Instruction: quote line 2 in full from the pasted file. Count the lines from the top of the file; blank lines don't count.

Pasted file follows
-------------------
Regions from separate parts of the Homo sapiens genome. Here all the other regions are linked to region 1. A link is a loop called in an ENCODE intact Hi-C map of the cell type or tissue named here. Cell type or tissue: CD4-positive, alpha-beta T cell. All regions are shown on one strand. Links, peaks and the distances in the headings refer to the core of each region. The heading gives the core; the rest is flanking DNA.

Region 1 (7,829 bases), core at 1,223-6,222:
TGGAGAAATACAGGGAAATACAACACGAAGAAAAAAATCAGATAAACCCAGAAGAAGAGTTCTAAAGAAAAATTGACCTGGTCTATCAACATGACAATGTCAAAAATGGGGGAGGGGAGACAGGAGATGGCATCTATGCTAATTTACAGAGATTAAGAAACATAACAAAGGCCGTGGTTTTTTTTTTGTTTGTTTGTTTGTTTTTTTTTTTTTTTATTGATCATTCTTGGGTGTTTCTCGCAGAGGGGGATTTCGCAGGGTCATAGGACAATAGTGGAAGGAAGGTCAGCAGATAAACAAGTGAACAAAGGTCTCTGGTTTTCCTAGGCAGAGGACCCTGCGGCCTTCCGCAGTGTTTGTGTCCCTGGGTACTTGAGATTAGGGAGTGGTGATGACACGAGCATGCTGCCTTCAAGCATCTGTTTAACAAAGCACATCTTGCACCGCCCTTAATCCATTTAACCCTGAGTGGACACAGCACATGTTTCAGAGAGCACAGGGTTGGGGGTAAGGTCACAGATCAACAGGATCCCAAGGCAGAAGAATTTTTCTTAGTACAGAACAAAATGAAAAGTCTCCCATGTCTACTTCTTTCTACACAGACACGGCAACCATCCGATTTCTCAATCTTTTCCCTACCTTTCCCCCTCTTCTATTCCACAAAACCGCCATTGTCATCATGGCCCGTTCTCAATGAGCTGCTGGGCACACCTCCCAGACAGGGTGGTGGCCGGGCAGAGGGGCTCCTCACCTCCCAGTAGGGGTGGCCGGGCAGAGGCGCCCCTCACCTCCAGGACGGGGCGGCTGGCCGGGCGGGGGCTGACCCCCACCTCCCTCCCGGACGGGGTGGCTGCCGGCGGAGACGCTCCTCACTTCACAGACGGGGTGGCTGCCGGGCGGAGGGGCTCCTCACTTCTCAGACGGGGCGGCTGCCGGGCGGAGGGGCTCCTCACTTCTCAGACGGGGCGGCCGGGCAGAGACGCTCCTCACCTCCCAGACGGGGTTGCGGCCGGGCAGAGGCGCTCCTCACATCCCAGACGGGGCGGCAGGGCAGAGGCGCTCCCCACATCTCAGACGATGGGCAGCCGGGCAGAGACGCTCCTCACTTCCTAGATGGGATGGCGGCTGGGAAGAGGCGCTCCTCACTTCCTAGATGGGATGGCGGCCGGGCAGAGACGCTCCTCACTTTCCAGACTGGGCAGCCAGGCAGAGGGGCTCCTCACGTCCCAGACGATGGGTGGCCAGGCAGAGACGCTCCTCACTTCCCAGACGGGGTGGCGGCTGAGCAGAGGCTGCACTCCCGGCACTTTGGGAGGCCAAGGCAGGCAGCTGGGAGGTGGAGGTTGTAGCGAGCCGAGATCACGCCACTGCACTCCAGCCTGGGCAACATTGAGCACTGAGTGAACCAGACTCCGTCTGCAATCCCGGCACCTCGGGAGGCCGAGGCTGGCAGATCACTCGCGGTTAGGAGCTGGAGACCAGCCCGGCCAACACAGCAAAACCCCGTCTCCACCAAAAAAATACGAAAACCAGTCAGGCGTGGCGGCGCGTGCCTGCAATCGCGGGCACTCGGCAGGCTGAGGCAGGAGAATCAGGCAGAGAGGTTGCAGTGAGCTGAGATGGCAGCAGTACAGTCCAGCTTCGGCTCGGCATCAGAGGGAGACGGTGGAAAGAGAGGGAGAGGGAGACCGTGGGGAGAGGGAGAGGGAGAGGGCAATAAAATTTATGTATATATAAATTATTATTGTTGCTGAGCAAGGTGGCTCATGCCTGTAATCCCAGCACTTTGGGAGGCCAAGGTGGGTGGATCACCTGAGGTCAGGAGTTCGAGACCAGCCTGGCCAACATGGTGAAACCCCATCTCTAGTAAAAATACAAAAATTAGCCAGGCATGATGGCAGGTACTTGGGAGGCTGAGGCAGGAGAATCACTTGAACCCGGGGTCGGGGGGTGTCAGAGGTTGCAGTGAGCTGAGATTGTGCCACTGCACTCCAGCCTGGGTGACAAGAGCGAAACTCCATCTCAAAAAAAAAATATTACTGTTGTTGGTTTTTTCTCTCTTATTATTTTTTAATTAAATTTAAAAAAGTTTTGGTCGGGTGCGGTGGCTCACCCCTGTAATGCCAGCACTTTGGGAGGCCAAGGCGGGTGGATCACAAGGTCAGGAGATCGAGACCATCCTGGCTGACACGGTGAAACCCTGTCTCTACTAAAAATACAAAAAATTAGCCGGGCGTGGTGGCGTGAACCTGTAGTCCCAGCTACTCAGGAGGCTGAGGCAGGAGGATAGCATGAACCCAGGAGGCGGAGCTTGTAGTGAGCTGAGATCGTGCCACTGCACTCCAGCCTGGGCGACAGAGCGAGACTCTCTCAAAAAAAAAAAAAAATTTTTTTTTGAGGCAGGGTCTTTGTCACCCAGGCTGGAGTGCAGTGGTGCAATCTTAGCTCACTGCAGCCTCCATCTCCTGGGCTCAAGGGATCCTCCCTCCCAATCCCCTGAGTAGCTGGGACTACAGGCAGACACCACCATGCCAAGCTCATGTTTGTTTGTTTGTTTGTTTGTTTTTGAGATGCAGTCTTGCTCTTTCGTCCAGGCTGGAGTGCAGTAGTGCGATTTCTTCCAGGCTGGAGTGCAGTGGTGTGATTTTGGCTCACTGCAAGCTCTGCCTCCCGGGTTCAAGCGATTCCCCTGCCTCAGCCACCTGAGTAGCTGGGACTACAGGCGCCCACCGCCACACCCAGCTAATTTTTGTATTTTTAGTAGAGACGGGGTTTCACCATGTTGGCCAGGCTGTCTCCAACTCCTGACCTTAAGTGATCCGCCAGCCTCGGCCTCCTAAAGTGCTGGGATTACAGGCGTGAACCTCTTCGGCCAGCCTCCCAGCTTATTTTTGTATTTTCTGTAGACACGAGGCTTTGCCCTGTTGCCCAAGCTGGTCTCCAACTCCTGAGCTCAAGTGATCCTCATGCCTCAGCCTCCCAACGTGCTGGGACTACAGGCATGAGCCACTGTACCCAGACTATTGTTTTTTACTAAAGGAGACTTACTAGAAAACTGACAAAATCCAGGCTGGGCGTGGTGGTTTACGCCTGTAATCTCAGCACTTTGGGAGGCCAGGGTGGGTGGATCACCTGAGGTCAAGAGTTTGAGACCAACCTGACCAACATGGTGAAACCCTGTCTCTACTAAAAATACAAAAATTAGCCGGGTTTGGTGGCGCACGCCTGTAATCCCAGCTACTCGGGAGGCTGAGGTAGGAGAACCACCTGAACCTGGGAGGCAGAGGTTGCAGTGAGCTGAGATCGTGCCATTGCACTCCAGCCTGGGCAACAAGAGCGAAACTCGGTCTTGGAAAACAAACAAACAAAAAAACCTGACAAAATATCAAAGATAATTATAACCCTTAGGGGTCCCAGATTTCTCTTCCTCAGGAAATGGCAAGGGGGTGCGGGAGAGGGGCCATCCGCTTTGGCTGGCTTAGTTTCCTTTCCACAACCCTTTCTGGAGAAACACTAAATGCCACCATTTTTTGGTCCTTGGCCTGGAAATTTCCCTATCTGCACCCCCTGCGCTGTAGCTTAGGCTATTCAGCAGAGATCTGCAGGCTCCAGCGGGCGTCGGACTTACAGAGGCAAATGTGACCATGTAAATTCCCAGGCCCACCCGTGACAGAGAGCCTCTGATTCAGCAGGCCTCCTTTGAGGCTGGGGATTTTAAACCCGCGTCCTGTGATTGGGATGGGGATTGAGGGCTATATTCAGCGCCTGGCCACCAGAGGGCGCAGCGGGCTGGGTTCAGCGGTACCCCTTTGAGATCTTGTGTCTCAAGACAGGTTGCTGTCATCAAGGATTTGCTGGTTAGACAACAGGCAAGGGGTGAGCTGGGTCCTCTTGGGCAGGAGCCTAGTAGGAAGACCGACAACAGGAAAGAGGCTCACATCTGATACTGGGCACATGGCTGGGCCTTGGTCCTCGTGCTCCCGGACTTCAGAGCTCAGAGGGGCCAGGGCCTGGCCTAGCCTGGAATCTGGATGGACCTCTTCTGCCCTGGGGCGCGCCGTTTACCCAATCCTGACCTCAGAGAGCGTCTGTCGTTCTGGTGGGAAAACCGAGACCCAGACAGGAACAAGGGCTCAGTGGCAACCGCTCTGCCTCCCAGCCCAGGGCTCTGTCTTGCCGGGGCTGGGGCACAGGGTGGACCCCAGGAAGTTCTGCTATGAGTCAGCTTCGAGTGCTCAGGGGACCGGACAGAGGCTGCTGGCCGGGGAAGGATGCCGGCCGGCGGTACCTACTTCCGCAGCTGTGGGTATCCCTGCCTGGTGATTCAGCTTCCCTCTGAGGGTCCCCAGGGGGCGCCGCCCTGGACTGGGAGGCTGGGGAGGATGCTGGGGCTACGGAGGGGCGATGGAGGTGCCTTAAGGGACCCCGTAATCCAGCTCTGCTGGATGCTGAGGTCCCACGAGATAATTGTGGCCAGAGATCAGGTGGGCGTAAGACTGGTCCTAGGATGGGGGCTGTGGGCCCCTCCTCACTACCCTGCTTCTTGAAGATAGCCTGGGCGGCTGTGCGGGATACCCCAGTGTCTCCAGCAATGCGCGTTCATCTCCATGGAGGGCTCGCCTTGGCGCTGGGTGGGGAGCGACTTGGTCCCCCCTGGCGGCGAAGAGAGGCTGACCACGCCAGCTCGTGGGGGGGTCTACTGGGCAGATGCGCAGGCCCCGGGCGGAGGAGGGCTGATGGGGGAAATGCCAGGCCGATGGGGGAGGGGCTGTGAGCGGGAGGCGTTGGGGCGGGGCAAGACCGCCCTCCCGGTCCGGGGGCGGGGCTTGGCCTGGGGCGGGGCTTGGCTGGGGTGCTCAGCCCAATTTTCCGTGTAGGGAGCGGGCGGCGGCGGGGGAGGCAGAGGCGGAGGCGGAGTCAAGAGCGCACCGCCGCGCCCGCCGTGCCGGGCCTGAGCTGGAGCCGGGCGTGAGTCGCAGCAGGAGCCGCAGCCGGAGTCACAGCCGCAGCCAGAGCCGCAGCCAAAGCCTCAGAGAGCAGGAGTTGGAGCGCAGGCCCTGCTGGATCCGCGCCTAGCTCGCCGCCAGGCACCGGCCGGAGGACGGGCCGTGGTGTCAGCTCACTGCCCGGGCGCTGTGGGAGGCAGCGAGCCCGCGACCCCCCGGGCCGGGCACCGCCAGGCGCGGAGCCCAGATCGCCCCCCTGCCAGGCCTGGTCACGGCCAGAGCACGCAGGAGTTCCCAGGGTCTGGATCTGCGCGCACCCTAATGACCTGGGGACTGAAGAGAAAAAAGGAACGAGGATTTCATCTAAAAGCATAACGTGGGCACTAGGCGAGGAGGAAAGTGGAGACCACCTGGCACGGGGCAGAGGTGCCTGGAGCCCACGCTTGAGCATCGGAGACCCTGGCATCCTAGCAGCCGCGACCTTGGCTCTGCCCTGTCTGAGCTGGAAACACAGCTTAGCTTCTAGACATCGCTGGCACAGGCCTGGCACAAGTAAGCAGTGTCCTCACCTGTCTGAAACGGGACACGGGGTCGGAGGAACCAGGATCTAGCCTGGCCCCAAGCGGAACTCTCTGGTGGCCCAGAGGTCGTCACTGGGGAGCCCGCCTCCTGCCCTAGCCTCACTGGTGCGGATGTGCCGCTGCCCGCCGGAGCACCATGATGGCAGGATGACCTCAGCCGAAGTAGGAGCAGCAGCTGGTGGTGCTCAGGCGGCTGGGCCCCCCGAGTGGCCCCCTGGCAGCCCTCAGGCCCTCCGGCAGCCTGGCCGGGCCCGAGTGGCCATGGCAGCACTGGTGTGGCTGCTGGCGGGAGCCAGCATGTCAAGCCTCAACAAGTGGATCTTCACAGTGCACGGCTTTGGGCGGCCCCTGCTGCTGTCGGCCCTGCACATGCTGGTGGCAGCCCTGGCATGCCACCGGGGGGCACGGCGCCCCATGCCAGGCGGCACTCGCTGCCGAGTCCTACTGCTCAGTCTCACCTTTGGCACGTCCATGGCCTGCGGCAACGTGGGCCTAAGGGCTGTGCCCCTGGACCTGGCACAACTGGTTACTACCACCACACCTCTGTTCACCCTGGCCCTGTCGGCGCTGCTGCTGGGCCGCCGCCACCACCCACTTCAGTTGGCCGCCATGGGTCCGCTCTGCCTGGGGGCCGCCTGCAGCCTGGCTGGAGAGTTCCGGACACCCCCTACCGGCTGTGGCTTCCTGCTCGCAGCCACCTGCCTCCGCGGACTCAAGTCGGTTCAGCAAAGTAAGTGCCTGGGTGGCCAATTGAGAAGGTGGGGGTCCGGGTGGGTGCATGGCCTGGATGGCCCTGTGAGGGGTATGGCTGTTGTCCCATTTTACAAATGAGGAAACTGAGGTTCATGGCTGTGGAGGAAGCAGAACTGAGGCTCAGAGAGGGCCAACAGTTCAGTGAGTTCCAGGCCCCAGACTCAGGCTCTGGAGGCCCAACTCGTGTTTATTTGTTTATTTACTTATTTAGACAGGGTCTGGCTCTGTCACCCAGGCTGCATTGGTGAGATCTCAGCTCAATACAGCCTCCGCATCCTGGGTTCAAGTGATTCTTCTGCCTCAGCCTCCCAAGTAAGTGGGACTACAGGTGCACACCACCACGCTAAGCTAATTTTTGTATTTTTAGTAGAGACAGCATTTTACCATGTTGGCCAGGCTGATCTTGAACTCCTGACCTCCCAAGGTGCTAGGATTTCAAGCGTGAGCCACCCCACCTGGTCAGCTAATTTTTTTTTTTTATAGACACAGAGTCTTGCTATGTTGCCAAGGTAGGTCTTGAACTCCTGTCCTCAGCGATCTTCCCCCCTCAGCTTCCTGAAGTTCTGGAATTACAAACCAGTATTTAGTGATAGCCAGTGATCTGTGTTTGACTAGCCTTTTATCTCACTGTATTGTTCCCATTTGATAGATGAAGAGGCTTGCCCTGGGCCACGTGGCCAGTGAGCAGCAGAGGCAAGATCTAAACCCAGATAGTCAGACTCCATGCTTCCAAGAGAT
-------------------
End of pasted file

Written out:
Region 1 (7,829 bases), core at 1,223-6,222: